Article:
CONSTRAINT PK_Patient PRIMARY KEY (PatientID, MedInsuranceNo)
);
[/code]
 

Alter a Primary Key of a table

[code]
–Single COLUMN
ALTER TABLE Patients
ADD PRIMARY KEY (PatientID);
 
–Multiple COLUMNS
ALTER TABLE Patients
ADD CONSTRAINT PK_Patient PRIMARY KEY (PatientID, MedInsuranceNo, AadharNo);
[/code]
 

Drop a Primary Key of a table

[code]
#SQL Server/ MS Access/ Oracle
ALTER TABLE Patients
DROP CONSTRAINT PK_Patient;
 
#MySQL
ALTER TABLE Patients
DROP PRIMARY KEY;
[/code]
 

Alternate Key

As the name suggests, all the candidate keys which are not selected as primary keys are known as the Alternate Key.

Example:

If the PatientID is selected as the Primary Key, then the MedInsuranceNo and the AadharNo are known as the alternate keys.

Rules for Alternate Key

  • Unique values must be present in all columns, chosen as alternate key
  • The alternate key is a part of candidate key but is not connected to primary key
  • In case a table contains a single candidate key then it will be chosen as the primary key. In that case there won’t be any alternate key.
  • It is defined by the UNIQUE keyword

Apply Alternate Key while creating table

[code]
CREATE TABLE Patients (
PatientID INT PRIMARY KEY,
PatientName VARCHAR(255),
Sex VARCHAR(255),
Age VARCHAR(255),
MedInsuranceNo VARCHAR(255) UNIQUE,
AadharNo INT
);
[/code]
 

Unique Key

The Unique key is quite similar to primary keys in a database. The only difference is that the unique keys allow a single NULL value in the column and must not have any duplicate values. 

Example:

MedInsuranceNo can be considered as a unique key.

Apply Unique Key while creating table

[code]
CREATE TABLE Patients (
PatientID INT,
PatientName VARCHAR(255),
Sex VARCHAR(255),
Age VARCHAR(255),
MedInsuranceNo VARCHAR(255),
AadharNo INT,
UNIQUE (MedInsuranceNo)
);
[/code]
 

Alter a Unique Key of a table

[code]
–Single COLUMN
ALTER TABLE Patients
ADD UNIQUE (PatientID);
 
–Multiple COLUMNS
ALTER TABLE Patients
ADD CONSTRAINT UK_Patient UNIQUE (PatientID, MedInsuranceNo, AadharNo);
[/code]
 

Foreign Key

Primary Key is a set of attributes that can take values referenced to the values of another table. 

Example:

PatientID in the CheckupDetails table is referred to the PatientID in the Patients table.

Rules for Foreign Key

  • Relationship between both the tables is known as referential integrity.
  • A single table can have multiple foreign keys
  • A foreign key can have NULL values.
  • You can duplicate foreign keys
  • The table consisting of the foreign key is known as the CHILD table and the table that is referred by the foreign key is called the parent table.

Foreign Key Operations

In this section of the article let us understand the various operations of foreign keys.

  • Apply Foreign Key while creating table
  • Apply Foreign Key on multiple columns
  • Alter a Foreign Key of a table
  • Drop a Foreign Key of a table

Apply Foreign Key while creating table

[code]
CREATE TABLE CheckupDetails (
PatientID INT NOT NULL,
AnnualCheckUpMonth VARCHAR(255),
Price INT,
PRIMARY KEY (PatientID),
FOREIGN KEY (PatientID) REFERENCES Patients(PatientID)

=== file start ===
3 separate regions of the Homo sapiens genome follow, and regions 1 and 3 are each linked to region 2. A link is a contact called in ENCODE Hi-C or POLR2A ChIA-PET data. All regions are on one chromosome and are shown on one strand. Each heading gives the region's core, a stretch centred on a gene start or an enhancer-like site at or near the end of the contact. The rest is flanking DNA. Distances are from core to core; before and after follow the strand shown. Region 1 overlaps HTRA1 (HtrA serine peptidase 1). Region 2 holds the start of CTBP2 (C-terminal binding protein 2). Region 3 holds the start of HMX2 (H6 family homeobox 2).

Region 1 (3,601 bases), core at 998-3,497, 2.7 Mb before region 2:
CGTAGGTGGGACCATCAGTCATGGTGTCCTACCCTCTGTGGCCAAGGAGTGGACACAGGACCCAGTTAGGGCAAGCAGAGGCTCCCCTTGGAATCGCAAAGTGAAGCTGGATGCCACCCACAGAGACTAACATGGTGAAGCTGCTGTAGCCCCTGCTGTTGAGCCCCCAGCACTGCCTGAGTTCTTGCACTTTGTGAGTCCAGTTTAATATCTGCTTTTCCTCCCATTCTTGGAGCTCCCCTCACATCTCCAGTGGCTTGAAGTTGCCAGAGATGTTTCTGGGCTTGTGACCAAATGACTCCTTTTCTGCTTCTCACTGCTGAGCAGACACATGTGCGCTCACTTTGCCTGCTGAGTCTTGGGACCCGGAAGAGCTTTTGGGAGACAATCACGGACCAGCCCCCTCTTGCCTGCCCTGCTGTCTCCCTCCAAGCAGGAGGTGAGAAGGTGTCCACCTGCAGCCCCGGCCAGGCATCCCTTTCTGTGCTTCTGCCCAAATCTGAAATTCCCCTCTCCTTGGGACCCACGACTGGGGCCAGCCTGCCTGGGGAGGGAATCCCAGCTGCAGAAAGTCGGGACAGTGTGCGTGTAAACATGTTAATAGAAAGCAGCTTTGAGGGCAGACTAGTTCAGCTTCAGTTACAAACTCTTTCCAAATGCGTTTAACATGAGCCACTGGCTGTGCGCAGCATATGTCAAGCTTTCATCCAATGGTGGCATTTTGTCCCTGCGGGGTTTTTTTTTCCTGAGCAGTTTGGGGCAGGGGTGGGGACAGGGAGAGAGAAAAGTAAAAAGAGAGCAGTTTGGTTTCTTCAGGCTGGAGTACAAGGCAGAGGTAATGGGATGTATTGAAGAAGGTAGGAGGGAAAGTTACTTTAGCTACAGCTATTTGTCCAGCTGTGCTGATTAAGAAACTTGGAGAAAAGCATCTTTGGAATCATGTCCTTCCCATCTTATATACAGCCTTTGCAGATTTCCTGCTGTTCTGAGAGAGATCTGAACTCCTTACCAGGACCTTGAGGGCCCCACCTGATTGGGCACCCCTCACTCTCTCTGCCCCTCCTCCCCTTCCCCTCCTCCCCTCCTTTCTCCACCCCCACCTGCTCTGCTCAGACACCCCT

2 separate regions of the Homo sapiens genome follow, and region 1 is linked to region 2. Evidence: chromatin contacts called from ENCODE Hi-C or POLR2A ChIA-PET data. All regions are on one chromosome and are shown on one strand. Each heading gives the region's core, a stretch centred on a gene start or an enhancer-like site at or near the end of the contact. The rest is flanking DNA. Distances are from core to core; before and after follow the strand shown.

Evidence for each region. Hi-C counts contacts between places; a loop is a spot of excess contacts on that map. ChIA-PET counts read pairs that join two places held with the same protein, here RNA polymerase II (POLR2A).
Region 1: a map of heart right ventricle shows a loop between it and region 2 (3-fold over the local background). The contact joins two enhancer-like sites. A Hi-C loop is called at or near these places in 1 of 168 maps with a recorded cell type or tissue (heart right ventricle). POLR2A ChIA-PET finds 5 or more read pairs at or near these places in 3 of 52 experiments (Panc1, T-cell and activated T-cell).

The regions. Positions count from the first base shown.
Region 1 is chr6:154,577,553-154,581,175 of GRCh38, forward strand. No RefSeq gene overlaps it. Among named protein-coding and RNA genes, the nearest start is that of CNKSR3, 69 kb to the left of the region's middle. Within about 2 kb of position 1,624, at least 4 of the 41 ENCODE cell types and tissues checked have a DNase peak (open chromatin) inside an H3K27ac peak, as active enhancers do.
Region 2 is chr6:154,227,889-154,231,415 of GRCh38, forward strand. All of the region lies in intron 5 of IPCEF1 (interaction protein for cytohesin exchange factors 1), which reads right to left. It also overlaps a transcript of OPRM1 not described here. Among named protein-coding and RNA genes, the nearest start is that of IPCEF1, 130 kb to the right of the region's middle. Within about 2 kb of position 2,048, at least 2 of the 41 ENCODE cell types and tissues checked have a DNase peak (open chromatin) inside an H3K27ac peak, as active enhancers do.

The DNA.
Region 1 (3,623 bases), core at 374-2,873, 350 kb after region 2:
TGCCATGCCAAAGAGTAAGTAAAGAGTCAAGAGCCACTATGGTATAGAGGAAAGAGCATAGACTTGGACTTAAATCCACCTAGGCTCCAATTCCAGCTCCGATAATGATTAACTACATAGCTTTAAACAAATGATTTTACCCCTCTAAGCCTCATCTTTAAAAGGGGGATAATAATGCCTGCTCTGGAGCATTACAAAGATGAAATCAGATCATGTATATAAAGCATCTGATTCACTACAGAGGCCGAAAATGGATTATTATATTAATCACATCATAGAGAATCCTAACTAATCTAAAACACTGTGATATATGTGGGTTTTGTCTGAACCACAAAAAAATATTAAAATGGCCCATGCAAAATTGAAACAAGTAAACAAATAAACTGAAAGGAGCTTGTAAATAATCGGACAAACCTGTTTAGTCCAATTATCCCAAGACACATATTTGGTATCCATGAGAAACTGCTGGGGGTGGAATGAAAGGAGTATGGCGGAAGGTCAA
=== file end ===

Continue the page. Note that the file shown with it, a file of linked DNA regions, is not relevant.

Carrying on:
);
[/code]
 

Apply Foreign Key on multiple columns

[code]
CREATE TABLE CheckupDetails (
PatientID INT NOT NULL,
AnnualCheckUpMonth VARCHAR(255),
Price INT,
PRIMARY KEY (PatientID),
CONSTRAINT FK_Checkup FOREIGN KEY (PatientID) REFERENCES Patients(PatientID) 
);
[/code]
 

Alter a Foreign Key of a table

[code]
–Single COLUMN
ALTER TABLE CheckupDetails
ADD FOREIGN KEY (PatientID)REFERENCES Patients(PatientID);
 
–Multiple COLUMNS
ALTER TABLE CheckupDetails
ADD CONSTRAINT FK_Checkup FOREIGN KEY  Patients(PatientID);
[/code]
 

Drop a Foreign Key of a table

[code]
#SQL Server/ MS Access/ Oracle
ALTER TABLE CheckupDetails
DROP CONSTRAINT FK_Checkup;
 
#MySQL
ALTER TABLE CheckupDetails
DROP FOREIGN KEY;
[/code]
 

Composite Key

As the  name suggests a composite key is a combination of multiple columns that can uniquely identify tuples.

Example:

PaitentID and AnnualCheckupMonth can be considered together as a composite key.

Apply Composite Key on multiple columns

[code]
CREATE TABLE Patients (
PatientID INT,
PatientName VARCHAR(255),
Sex VARCHAR(255),
Age VARCHAR(255),
MedInsuranceNo VARCHAR(255),
AadharNo INT,
PRIMARY KEY (PatientID, MedInsuranceNo)
);
[/code]
 

Conclusion

With this, we end this article on the various keys used in the database. We hope you found it informative. You can refer to the article on MySQL Commands for a detailed walkthrough of all commands.

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FAQs

What is the full form of DBMS?

DBMS full form is Database Management System.

What is a Primary Key in a database?

A Primary Key is a unique identifier for each record in a table. It ensures data integrity by guaranteeing that no two records have the same key value.

What is the role of a Foreign Key in a database?

A Foreign Key establishes relationships between tables by referencing the Primary Key of another table. It ensures referential integrity and helps maintain data consistency across related tables.

What are Candidate Keys and their significance?

Candidate Keys are potential Primary Keys that meet the criteria of uniqueness and minimality. They offer alternative choices for Primary Keys and help maintain data integrity.

How do Composite Keys work in databases?

Composite Keys are formed by combining multiple columns to create a unique identifier for a record. They are useful when no single column can uniquely identify a record.